THE EDITOR: As a Guyanese living in TT, I am not surprised by the comments against my fellow Caribbean people in Dominica because, unfortunately, TT can be unkind to those who are different.
This unkindness varies, from harsh interactions with immigration officers, to jokes about stereotypes of Caribbean people, to open discussions about fellow Caribbean people moving to TT and disrupting the economic livelihood of nationals. I however believe that there are semblances of integration within the Caribbean.
We see this mainly in celebrations of our cultures like Carnival and Carifesta, and the mutual pain and moments of victory the West Indies cricket team provides us all.
However, our social and economic relations are at times marred with xenophobic integration — an embedded understanding that the region is home to all of us and therefore we should welcome each other with open arms, yet, a general dislike and mistrust of the intentions of Caribbean migrants.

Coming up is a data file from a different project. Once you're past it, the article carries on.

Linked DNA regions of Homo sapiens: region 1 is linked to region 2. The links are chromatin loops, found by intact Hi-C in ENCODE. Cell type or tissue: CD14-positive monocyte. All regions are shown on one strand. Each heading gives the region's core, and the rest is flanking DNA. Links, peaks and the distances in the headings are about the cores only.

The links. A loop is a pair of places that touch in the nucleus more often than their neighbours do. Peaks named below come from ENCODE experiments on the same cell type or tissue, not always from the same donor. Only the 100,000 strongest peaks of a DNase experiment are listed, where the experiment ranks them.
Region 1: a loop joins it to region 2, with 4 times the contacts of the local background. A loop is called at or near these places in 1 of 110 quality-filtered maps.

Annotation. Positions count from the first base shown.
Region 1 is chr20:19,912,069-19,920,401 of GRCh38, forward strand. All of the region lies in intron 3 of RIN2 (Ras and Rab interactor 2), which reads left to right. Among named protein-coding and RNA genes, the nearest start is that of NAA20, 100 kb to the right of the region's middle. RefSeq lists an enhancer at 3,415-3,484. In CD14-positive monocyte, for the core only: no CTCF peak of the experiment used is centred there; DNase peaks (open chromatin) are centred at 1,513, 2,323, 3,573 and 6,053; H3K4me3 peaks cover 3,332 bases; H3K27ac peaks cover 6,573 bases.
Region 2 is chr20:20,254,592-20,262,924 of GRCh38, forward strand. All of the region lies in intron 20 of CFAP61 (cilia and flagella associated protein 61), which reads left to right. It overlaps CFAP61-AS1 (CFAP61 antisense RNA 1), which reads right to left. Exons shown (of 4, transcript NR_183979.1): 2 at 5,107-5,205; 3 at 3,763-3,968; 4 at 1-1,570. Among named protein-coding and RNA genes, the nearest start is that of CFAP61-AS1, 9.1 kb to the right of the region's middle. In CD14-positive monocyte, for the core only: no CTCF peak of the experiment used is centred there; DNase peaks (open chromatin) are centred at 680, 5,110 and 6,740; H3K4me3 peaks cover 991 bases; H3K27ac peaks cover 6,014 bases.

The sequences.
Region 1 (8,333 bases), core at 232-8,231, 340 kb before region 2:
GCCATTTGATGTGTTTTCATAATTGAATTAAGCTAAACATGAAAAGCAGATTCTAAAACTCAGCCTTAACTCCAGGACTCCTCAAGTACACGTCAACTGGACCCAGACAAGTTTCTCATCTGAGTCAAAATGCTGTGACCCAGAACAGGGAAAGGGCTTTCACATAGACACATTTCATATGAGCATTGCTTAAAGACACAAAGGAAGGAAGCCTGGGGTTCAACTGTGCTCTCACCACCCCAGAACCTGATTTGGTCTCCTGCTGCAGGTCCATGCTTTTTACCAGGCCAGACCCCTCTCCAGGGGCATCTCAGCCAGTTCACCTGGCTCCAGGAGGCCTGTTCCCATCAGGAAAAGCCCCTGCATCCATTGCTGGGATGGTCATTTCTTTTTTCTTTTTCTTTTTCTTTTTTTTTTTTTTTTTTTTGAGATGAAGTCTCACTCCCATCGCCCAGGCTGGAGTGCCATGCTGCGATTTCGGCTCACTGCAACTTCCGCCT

We cannot continue to live with this inherent contradiction. As Caribbean people, we have a responsibility to challenge each other to move beyond stereotypes and assumptions about differences, and open our hearts, minds and country to those who have nothing left.
This Caribbean region is ours to love, maintain, develop and share. That means we, as migrants, have a right to live, study and work comfortably in this land, without fear of discrimination regardless of our nationality. I hope that true integration, not ideals of immigration tainted by unquestioned xenophobia, defines us. Our ideals around Caribbeanness extend beyond a name and a location. We are stronger as a united Caribbean region.
TIVIA COLLINS via e-mail